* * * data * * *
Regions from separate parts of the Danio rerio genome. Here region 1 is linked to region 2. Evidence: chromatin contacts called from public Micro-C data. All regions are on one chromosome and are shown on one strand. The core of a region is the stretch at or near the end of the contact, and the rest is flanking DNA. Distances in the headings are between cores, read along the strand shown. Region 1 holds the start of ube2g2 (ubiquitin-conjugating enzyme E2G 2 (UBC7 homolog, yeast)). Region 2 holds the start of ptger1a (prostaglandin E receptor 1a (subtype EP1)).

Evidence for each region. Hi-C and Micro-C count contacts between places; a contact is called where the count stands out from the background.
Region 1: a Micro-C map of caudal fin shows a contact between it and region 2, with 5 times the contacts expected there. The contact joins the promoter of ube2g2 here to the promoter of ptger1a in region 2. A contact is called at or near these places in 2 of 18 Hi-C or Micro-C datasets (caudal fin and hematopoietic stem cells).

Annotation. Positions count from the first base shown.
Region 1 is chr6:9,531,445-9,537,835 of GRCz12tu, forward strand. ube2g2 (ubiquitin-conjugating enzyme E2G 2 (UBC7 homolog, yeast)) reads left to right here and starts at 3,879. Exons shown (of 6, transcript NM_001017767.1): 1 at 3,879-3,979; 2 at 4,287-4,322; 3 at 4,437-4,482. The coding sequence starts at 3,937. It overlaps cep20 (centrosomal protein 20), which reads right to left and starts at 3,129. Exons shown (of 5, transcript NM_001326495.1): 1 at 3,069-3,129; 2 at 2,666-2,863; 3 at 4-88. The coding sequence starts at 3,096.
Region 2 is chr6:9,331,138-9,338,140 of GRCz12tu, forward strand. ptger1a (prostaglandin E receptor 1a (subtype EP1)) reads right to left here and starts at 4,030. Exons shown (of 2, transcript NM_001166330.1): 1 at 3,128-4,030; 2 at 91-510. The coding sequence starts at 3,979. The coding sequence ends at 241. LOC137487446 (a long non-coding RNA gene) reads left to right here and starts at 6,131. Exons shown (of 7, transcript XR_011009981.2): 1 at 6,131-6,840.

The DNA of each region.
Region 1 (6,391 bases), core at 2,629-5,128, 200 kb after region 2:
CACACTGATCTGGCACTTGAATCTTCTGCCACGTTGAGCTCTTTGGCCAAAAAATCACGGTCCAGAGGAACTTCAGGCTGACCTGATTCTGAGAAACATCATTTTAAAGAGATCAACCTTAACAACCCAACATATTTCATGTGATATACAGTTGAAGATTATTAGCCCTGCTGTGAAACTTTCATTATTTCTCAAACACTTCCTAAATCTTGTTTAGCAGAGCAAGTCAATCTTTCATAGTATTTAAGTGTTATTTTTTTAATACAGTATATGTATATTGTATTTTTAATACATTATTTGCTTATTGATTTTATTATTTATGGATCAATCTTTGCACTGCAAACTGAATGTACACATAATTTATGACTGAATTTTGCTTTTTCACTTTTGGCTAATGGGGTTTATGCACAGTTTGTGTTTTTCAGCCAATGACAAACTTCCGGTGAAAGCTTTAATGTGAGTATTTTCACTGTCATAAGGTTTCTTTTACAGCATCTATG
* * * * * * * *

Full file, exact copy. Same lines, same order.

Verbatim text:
Regions from separate parts of the Danio rerio genome. Here region 1 is linked to region 2. Evidence: chromatin contacts called from public Micro-C data. All regions are on one chromosome and are shown on one strand. The core of a region is the stretch at or near the end of the contact, and the rest is flanking DNA. Distances in the headings are between cores, read along the strand shown. Region 1 holds the start of ube2g2 (ubiquitin-conjugating enzyme E2G 2 (UBC7 homolog, yeast)). Region 2 holds the start of ptger1a (prostaglandin E receptor 1a (subtype EP1)).

Evidence for each region. Hi-C and Micro-C count contacts between places; a contact is called where the count stands out from the background.
Region 1: a Micro-C map of caudal fin shows a contact between it and region 2, with 5 times the contacts expected there. The contact joins the promoter of ube2g2 here to the promoter of ptger1a in region 2. A contact is called at or near these places in 2 of 18 Hi-C or Micro-C datasets (caudal fin and hematopoietic stem cells).

Annotation. Positions count from the first base shown.
Region 1 is chr6:9,531,445-9,537,835 of GRCz12tu, forward strand. ube2g2 (ubiquitin-conjugating enzyme E2G 2 (UBC7 homolog, yeast)) reads left to right here and starts at 3,879. Exons shown (of 6, transcript NM_001017767.1): 1 at 3,879-3,979; 2 at 4,287-4,322; 3 at 4,437-4,482. The coding sequence starts at 3,937. It overlaps cep20 (centrosomal protein 20), which reads right to left and starts at 3,129. Exons shown (of 5, transcript NM_001326495.1): 1 at 3,069-3,129; 2 at 2,666-2,863; 3 at 4-88. The coding sequence starts at 3,096.
Region 2 is chr6:9,331,138-9,338,140 of GRCz12tu, forward strand. ptger1a (prostaglandin E receptor 1a (subtype EP1)) reads right to left here and starts at 4,030. Exons shown (of 2, transcript NM_001166330.1): 1 at 3,128-4,030; 2 at 91-510. The coding sequence starts at 3,979. The coding sequence ends at 241. LOC137487446 (a long non-coding RNA gene) reads left to right here and starts at 6,131. Exons shown (of 7, transcript XR_011009981.2): 1 at 6,131-6,840.

The DNA of each region.
Region 1 (6,391 bases), core at 2,629-5,128, 200 kb after region 2:
CACACTGATCTGGCACTTGAATCTTCTGCCACGTTGAGCTCTTTGGCCAAAAAATCACGGTCCAGAGGAACTTCAGGCTGACCTGATTCTGAGAAACATCATTTTAAAGAGATCAACCTTAACAACCCAACATATTTCATGTGATATACAGTTGAAGATTATTAGCCCTGCTGTGAAACTTTCATTATTTCTCAAACACTTCCTAAATCTTGTTTAGCAGAGCAAGTCAATCTTTCATAGTATTTAAGTGTTATTTTTTTAATACAGTATATGTATATTGTATTTTTAATACATTATTTGCTTATTGATTTTATTATTTATGGATCAATCTTTGCACTGCAAACTGAATGTACACATAATTTATGACTGAATTTTGCTTTTTCACTTTTGGCTAATGGGGTTTATGCACAGTTTGTGTTTTTCAGCCAATGACAAACTTCCGGTGAAAGCTTTAATGTGAGTATTTTCACTGTCATAAGGTTTCTTTTACAGCATCTATG